“This is not a regular business cycle, this is the result of a natural disaster.”

Jim Glassman, chief economist at JPMorgan Chase, delivered an optimistic view of the long-term impact of the COVID-19 pandemic on the Massachusetts and national economies, citing the fact that this economic downturn has been particularly unique in its artificiality.

Karen Pelletier, executive vice president of the Chamber, began Tuesday’s Financial Services Roundtable by discussing how the Worcester Regional Chamber of Commerce has opened all of its services and programming to non-members in the interest of inclusivity and support for all businesses during this challenging time. Pelletier also noted that the Chamber added new programming, including a webinar series, specifically addressing the ramifications of the pandemic to area businesses.

The Financial Services Roundtable, sponsored by Bowditch & Dewey, with support from Gallagher Insurance, welcomed nearly 70 participants from a variety of industries for a macro view of the economy via a Zoom call.

Glassman started off the conversation by noting that the current economic downturn is different from other recessions because of its artificial nature. He said that the economic losses of recent months has been more like a response to a natural disaster rather than to a prolonged recession. Unemployment numbers, which are usually a common metric for a bad business cycle, are “not telling the whole story,” says Glassman.

“The way we responded to this crisis – targeted response to those most vulnerable – means that the unemployment numbers that dominate the news are only half the story,” Glassman remarked. He elaborated, saying that unemployment numbers are inflated because of unemployment benefits are high and therefore, people have been incentivized to not return to work. Additionally, the federal government’s quick response, the Paycheck Protection Program (PPP) in particular, has resulted in $4 trillion in total benefits that make their way either directly to consumers or to business owners. This tremendous amount of stimulus money from the federal government, Glassman says, may be the reason that labor income is down while total household income is rising.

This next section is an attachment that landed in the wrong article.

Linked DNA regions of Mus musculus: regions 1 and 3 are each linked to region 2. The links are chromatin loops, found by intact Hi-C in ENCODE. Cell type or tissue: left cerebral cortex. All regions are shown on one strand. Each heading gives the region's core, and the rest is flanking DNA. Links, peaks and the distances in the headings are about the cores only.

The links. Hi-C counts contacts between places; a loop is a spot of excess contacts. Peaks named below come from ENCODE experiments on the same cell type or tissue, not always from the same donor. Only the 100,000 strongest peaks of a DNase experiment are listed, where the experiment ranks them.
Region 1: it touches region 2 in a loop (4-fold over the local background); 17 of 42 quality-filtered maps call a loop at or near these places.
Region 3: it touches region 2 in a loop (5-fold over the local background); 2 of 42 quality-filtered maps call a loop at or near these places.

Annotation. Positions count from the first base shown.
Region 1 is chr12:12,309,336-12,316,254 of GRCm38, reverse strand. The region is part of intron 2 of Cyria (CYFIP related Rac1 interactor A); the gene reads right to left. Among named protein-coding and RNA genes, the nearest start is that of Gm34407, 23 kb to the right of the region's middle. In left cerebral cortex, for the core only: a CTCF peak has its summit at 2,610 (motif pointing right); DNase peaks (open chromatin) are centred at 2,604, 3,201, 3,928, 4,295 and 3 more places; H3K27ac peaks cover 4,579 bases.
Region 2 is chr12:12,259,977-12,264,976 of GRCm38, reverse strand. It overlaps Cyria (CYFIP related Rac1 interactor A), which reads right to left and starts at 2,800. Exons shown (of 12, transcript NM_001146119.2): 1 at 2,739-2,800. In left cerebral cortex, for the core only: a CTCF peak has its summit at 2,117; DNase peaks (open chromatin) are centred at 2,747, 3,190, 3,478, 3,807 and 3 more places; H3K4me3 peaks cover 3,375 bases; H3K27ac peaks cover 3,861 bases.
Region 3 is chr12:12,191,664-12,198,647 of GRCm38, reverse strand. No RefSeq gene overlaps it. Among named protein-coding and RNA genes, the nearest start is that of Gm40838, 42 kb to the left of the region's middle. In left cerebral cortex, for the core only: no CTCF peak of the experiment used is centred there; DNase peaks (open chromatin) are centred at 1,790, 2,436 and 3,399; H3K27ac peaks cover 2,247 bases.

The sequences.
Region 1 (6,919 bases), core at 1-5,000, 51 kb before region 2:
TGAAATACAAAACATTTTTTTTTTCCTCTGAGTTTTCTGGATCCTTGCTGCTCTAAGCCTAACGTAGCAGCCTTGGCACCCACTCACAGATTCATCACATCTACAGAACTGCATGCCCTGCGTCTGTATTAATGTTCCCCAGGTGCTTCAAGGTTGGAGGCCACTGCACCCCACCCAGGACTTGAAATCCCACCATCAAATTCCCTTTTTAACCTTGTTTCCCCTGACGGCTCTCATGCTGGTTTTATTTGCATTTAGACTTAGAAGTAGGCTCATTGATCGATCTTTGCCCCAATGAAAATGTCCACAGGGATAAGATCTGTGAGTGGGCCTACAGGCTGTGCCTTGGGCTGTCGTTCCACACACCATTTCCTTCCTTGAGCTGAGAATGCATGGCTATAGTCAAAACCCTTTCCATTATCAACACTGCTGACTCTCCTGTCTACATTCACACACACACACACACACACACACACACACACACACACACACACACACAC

Glassman noted that household savings rates skyrocketed from 8 percent in April to 33 percent in May, primarily due to the federal government’s stimulus programs. “That didn’t happen because people are stuffing money under the mattress,” Glassman said of the rising savings rate, which indicates a more prolific economy than people may think, “it happened because we are sending money to households and people are being compensated with benefits,” like increased unemployment benefits and federal stimulus checks. And, with retail, restaurants, and entertainment venues closed, families are spending less money.

He also noted that there are already indicators of an economy coming back as consumer confidence stabilizes, recently resulting in an increase in national retail sales. “For the next several months and into the fall, provided we don’t have a scary new flare-up of the virus, the consumer will drive the trends,” Glassman noted.